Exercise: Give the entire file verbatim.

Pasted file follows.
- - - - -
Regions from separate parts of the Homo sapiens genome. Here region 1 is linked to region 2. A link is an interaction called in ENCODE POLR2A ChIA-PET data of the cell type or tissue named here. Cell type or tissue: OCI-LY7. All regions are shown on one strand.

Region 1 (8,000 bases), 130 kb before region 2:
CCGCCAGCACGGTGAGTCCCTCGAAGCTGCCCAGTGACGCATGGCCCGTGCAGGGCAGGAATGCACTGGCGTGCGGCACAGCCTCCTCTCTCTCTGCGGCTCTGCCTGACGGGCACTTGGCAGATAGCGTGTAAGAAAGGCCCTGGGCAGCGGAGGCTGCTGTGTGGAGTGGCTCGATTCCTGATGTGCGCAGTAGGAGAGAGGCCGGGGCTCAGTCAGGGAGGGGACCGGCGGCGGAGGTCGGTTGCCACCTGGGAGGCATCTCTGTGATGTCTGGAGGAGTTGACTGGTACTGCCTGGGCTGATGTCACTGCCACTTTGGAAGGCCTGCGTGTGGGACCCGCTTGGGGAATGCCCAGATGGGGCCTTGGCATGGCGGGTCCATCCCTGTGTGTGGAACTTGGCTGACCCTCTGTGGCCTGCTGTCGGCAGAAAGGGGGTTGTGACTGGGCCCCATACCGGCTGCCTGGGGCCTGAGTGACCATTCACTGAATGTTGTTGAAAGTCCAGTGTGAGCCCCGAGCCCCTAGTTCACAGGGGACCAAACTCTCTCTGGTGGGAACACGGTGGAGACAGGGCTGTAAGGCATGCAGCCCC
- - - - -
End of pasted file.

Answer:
Regions from separate parts of the Homo sapiens genome. Here region 1 is linked to region 2. A link is an interaction called in ENCODE POLR2A ChIA-PET data of the cell type or tissue named here. Cell type or tissue: OCI-LY7. All regions are shown on one strand.

Region 1 (8,000 bases), 130 kb before region 2:
CCGCCAGCACGGTGAGTCCCTCGAAGCTGCCCAGTGACGCATGGCCCGTGCAGGGCAGGAATGCACTGGCGTGCGGCACAGCCTCCTCTCTCTCTGCGGCTCTGCCTGACGGGCACTTGGCAGATAGCGTGTAAGAAAGGCCCTGGGCAGCGGAGGCTGCTGTGTGGAGTGGCTCGATTCCTGATGTGCGCAGTAGGAGAGAGGCCGGGGCTCAGTCAGGGAGGGGACCGGCGGCGGAGGTCGGTTGCCACCTGGGAGGCATCTCTGTGATGTCTGGAGGAGTTGACTGGTACTGCCTGGGCTGATGTCACTGCCACTTTGGAAGGCCTGCGTGTGGGACCCGCTTGGGGAATGCCCAGATGGGGCCTTGGCATGGCGGGTCCATCCCTGTGTGTGGAACTTGGCTGACCCTCTGTGGCCTGCTGTCGGCAGAAAGGGGGTTGTGACTGGGCCCCATACCGGCTGCCTGGGGCCTGAGTGACCATTCACTGAATGTTGTTGAAAGTCCAGTGTGAGCCCCGAGCCCCTAGTTCACAGGGGACCAAACTCTCTCTGGTGGGAACACGGTGGAGACAGGGCTGTAAGGCATGCAGCCCC